2. I am the first PhD student (actually, I might be the first student!) under the new Chair (Professor Alan Fowler). It is also the first Chair in Philanthropy on the continent.  Big FIRSTS.
  3. The Social Justice Initiative has been established to provide a smooth mechanism for South Africans (and others) to support social justice work with their philanthropic giving – including work around gender-based violence; women’s economic empowerment and other issues central to South Africa’s social development.
  4. There are a number of different estimates around the ZAR scale of private philanthropy in our country. The Independent Philanthropy Association of South Africa (IPASA), when it was still the Private Philanthropy Circle based at Inyathelo: The South African Institute for Advancement, estimated that it represented around R1.5billion (in 2014) in annual grant spend.  It is not possible to extrapolate this out because, although IPASA represents somewhere between 25 and 35 philanthropic entities, the number of formal donor foundations in South Africa is completely unknown.  I have been told verbally in passing (and am not able to reference this), that recent research has revealed that private philanthropy in SA is worth over R40billion annually – but I am reserving my right to see this as a bit of a stretch and I really look forward to being able to unpack that number.
  5. South Africans with disposable income don’t give enough. We don’t give enough. I often wonder what we are holding on to.  If we are not investing in our own social development, then who on earth is going to?
  6. There are ENDLESS incredible projects to support. If you have disposable funds or are thinking of investing some money in social development, let me know.  I would be delighted to point you in some right directions.  There is superb work happening in job creation and support for micro-entrepreneurs – such as The Big Issue (declaration: I am the Chair of the Board!); in education – for example, Partners for Possibility; in health – health-e news is one such project; working to expose and end corruption – such as Corruption Watch; to develop community-based health care projects – like NACOSA is doing nationally; standing for our rights as citizens to be able to access information – such as Right to Know and Amabhungane.  Really endless, people.  It is not hard to find a project or a cause.  But if you are struggling to decide where to invest, I would be more than happy to provide information and find you some good, reliable, dependable, hardworking, effective projects to support!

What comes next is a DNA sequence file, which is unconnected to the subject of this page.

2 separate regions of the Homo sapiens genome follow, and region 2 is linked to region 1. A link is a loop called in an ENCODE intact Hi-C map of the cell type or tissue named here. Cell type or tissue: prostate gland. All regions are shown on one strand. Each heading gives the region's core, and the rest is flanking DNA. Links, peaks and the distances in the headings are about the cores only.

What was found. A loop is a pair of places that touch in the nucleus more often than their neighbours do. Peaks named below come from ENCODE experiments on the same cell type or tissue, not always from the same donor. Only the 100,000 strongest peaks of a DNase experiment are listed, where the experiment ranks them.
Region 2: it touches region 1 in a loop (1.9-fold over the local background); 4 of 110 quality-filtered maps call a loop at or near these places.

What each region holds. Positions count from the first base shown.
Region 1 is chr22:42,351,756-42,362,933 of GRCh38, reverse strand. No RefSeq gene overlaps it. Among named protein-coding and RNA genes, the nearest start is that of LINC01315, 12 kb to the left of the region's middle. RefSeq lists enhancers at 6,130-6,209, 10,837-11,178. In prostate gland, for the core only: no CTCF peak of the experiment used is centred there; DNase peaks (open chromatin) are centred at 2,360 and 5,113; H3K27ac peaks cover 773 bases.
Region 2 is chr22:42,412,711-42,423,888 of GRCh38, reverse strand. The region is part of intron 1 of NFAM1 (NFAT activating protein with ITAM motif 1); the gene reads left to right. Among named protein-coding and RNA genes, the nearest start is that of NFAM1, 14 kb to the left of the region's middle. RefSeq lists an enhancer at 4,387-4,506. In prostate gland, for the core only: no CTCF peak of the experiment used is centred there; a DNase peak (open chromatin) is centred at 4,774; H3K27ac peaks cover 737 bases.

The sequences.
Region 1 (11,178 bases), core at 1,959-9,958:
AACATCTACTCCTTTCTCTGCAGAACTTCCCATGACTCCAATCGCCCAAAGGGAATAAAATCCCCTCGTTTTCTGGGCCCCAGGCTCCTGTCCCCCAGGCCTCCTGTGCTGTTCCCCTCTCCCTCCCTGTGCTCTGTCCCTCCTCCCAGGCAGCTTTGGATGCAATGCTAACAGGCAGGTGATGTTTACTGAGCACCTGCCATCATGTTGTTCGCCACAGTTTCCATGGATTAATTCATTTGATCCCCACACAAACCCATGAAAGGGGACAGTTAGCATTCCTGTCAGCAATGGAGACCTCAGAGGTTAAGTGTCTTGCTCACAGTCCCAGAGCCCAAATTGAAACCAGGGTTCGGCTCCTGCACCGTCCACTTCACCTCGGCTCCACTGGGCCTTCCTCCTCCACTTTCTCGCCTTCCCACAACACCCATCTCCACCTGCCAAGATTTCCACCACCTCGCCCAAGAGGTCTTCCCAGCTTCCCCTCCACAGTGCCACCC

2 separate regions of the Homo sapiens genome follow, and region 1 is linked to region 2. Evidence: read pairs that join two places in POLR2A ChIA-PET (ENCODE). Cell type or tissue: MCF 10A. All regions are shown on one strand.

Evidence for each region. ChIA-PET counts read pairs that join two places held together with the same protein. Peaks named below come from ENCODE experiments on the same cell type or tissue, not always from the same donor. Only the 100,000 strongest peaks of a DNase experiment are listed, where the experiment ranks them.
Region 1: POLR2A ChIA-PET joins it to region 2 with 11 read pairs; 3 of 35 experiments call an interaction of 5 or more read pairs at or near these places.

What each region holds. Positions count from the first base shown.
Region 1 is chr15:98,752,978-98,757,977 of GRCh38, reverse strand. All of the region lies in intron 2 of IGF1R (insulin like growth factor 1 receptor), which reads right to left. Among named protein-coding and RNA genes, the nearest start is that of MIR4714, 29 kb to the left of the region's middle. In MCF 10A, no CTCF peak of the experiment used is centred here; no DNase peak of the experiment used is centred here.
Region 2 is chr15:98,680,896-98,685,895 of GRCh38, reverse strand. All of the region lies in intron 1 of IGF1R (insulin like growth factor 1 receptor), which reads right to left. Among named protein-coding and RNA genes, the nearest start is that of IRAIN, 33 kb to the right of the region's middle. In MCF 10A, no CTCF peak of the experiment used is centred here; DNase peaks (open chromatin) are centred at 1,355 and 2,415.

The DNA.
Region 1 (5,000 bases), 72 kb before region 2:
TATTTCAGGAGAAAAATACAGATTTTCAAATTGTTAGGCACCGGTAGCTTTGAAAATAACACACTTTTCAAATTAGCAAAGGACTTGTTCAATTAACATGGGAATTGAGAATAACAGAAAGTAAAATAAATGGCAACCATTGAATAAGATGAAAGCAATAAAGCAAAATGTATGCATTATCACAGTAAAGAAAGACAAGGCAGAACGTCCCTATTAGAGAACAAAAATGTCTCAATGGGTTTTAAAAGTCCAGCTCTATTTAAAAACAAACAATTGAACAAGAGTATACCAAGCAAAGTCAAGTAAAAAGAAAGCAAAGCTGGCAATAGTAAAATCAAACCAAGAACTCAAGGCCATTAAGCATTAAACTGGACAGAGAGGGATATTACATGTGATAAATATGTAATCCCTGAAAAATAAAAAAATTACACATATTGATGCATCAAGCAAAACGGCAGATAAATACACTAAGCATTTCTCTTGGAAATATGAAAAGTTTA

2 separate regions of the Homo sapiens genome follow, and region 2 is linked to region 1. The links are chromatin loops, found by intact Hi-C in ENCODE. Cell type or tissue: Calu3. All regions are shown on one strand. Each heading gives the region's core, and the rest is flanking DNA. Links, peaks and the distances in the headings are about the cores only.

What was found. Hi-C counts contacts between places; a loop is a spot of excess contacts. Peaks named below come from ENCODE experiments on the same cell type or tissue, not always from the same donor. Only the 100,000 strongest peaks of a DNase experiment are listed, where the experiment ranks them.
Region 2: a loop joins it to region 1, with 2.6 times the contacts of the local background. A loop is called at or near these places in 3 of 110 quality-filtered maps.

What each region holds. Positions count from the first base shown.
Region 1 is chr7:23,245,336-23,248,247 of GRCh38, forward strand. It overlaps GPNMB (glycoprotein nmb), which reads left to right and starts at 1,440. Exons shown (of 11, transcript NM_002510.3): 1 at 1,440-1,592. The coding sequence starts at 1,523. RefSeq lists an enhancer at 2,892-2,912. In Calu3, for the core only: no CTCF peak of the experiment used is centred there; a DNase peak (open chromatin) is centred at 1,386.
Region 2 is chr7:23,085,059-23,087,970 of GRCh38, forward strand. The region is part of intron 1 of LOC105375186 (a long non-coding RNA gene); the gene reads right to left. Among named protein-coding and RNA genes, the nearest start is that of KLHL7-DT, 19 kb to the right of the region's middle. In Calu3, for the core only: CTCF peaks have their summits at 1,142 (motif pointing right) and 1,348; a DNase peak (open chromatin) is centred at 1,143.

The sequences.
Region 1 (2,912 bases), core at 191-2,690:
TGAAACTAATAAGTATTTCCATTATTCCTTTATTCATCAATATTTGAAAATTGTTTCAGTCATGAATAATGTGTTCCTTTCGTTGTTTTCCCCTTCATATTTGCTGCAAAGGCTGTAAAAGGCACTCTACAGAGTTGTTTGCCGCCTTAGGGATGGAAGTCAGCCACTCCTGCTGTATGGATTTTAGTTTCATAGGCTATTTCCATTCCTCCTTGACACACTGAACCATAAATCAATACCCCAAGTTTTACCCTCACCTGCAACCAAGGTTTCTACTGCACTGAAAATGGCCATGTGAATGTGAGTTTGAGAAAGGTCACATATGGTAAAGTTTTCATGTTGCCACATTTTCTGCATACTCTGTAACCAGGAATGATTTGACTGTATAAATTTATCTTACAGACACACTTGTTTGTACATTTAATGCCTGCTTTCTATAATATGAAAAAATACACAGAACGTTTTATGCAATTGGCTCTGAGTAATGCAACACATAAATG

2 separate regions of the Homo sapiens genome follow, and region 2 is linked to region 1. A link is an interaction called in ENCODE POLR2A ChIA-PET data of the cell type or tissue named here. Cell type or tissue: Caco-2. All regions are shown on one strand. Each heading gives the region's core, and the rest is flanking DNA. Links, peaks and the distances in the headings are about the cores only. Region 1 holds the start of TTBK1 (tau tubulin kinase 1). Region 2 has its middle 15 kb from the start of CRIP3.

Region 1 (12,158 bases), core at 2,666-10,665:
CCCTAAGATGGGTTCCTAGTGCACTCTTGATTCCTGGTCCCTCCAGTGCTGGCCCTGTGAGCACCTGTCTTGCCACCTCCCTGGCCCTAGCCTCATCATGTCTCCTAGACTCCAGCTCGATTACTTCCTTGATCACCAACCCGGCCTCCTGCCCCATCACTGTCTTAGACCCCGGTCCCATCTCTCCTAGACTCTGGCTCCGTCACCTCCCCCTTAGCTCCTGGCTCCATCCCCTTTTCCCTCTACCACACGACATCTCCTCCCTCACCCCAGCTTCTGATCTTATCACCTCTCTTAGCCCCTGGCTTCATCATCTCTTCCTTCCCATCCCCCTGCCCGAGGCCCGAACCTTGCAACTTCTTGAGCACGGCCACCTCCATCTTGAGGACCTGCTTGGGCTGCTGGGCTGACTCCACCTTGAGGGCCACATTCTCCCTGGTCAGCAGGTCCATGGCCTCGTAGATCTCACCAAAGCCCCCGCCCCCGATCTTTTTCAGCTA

7. While many speak of things changing rapidly in the philanthropy space, this is not really the case. There is mention, for example, of the potential for incredibly exciting shifts and wild innovation such as consulting directly with communities and activists on the ground.  Yes, apparently this is new and wildly innovative.  It is also something that has been discussed for years, and for which calls have been made by the very people living in communities and working on the ground.  So perhaps it is “new” because the philanthropists are finally hearing it?  Come, people – there needs to be a far smaller gap between what how we do philanthropy and how we KNOW we should do philanthropy.